colonies (see Figure 6-7), but it was followed by the expulsion of the subordinate queen from the nest by the workers. Similar ritual postures have been observed among
queens of Myrmecocystus (Figure 6-8) and workers of Leptothorax allardycei by Cole (1981) and wasps of the genera Polistes and Mischocyttarus by Pardi (1948), West (1967), and Jeanne (1972).
Still more subtle indicators of rivalry have been discovered in other ant species. Queens of Leptothorax curvispinosus do not attack or threaten one another, but do consume the eggs of their rivals to differing degrees, so that a hierarchy of sorts emerges (Wilson, 1974a). Those of the Neotropical arboreal Procryptocerus scabriusculus are distinguished solely by the higher rates at which they solicit food from workers and larvae and groom themselves (D. Wheeler, 1984).
Interference among competing queens and reproductive workers is yet another factor that must be entered into the equations. In queenless Leptothorax allardycei groups at least, a large amount of time is spent in the dominance exchanges by the most competitive workers, in fact more than is spent on brood care. Cole (1986) has estimated that the cost to worker reproduction is 15 percent of the total in the case of time spent on brood care and 13 percent of brood care when measured as brood pieces tended per unit time.
Aggression and dominance have proved far more common within ant colonies than was appreciated as recently as 1970, and the interactions are very important in determining the numbers of reproductive females. The methods of control range from periodic all-out attacks to mammal-like dominance posturing, differential egg-eating of rivals, and the use of primer pheromones to suppress ovarian development.
An extreme case of fighting was recorded in a laboratory colony of the Asian termite predator Eurhopalothrix heliscata by Wilson and Brown (1984). The mother queen had evidently been lost during transport of the colony from the field, and unfertilized dealated queens were contending for control. Battles ensued almost continuously for a week; they then became increasingly intermittent and finally ceased altogether. On several occasions two pairs were locked in combat at the same time, and at various times either fully dealate or partly (but never fully) winged individuals were engaged. At least five individuals were evidently involved on different days, and the total number during the 17-day period may have been far higher. However, not all interactions were aggressive. Most of the time queens simply moved on past when they encountered each other, and on two occasions a dealate queen was observed grooming another.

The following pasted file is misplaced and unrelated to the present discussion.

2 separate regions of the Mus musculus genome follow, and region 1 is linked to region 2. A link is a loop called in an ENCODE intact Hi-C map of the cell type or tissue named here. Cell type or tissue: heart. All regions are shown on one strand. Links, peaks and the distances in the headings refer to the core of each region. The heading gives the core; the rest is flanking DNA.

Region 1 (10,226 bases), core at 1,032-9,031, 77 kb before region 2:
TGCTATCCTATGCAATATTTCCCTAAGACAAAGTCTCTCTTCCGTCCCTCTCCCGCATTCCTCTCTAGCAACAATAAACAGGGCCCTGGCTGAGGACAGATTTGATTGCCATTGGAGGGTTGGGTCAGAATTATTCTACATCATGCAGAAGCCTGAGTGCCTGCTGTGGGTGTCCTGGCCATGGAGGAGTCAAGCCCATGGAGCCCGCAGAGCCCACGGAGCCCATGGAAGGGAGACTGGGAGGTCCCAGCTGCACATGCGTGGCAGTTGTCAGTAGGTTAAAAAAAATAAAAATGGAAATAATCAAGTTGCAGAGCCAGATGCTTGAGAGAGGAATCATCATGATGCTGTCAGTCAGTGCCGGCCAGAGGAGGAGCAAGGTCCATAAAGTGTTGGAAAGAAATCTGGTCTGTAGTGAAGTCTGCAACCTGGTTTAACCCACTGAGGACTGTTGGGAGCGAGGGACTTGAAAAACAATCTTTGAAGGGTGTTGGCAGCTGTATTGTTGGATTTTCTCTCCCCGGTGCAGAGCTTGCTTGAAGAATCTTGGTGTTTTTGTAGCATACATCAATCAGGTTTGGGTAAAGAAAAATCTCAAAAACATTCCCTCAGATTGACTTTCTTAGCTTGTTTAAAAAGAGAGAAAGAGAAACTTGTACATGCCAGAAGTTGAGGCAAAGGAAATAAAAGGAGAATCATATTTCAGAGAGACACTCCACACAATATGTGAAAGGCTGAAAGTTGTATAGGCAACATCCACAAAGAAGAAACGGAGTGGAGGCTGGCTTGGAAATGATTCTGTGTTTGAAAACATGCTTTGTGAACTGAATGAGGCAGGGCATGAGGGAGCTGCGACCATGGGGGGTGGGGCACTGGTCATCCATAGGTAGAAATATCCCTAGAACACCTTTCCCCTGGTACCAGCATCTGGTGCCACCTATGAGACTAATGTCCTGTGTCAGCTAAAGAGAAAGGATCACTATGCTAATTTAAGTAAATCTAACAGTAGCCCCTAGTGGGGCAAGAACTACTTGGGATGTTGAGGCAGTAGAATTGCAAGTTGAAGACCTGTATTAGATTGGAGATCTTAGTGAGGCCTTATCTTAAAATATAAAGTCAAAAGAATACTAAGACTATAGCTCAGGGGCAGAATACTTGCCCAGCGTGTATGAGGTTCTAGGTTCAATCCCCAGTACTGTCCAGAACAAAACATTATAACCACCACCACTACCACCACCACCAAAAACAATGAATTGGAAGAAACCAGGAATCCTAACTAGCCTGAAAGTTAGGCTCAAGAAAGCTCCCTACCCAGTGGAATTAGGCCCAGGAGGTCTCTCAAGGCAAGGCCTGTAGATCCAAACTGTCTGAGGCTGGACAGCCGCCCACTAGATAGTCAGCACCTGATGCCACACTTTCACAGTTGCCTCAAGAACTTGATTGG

In a typical aggressive episode the two individuals were locked together like wrestlers, with one trying to maintain a hold on the body of the other with all her legs while her opponent struggled to escape. Sometimes the aggressor rolled her own body around the head and anterior portion of the opponent's alitrunk; on other occasions she centered her attack on the alitrunk and occasionally farther back, on the gaster. Typically the aggressor pressed her mandibles downward and against the body of the opponent, evidently to gain added purchase. Several times Wilson and Brown saw one queen biting an antenna or portion of the vertex of the opponent. In most episodes the aggressor also pressed the tip of her gaster against the body of her adversary in an additional attempt to gain better purchase. No evidence of stinging was observed at this time, although the sting could easily have been extruded periodically and into the body of the adversary without being visible.
A still more subtle but pervasive phenomenon is the inhibition by the egg-laying queen of ovarian development in nestmates through the release of inhibitory pheromones. Substances producing this effect have been demonstrated in Plagiolepis pygmaea (Passera, 1980b), Oecophylla longinoda (Hölldobler and Wilson, 1983a), and Novomessor cockerelli (B. Hölldobler, N. Carlin, and E. P. Scovell, unpublished). The inhibition of the reproductive egg-laying by workers due to the presence of the laying queen has been widely demonstrated in other ants, and the experimental evidence suggests that it is likely to be mediated at least to some extent by inhibitory pheromones. Examples include Odontomachus haematodus (Colombel, 1972), Leptothorax tuberum (Bier, 1954b), Leptothorax (= Myrafant) recedens (Dejean and Passera, 1974), various species of Formicoxenus (Buschinger, 1979), and Myrmica rubra (Brian and Rigby, 1978). A second kind of pheromone produced by mated queens of Solenopsis invicta acts directly on virgin queens to prevent them from shedding their wings, histolyzing the wing muscles, and undergoing rapid oogenesis, all of which would convert them into reproductive rivals (Fletcher and Blum, 1981, 1983b; Fletcher and Ross, 1985).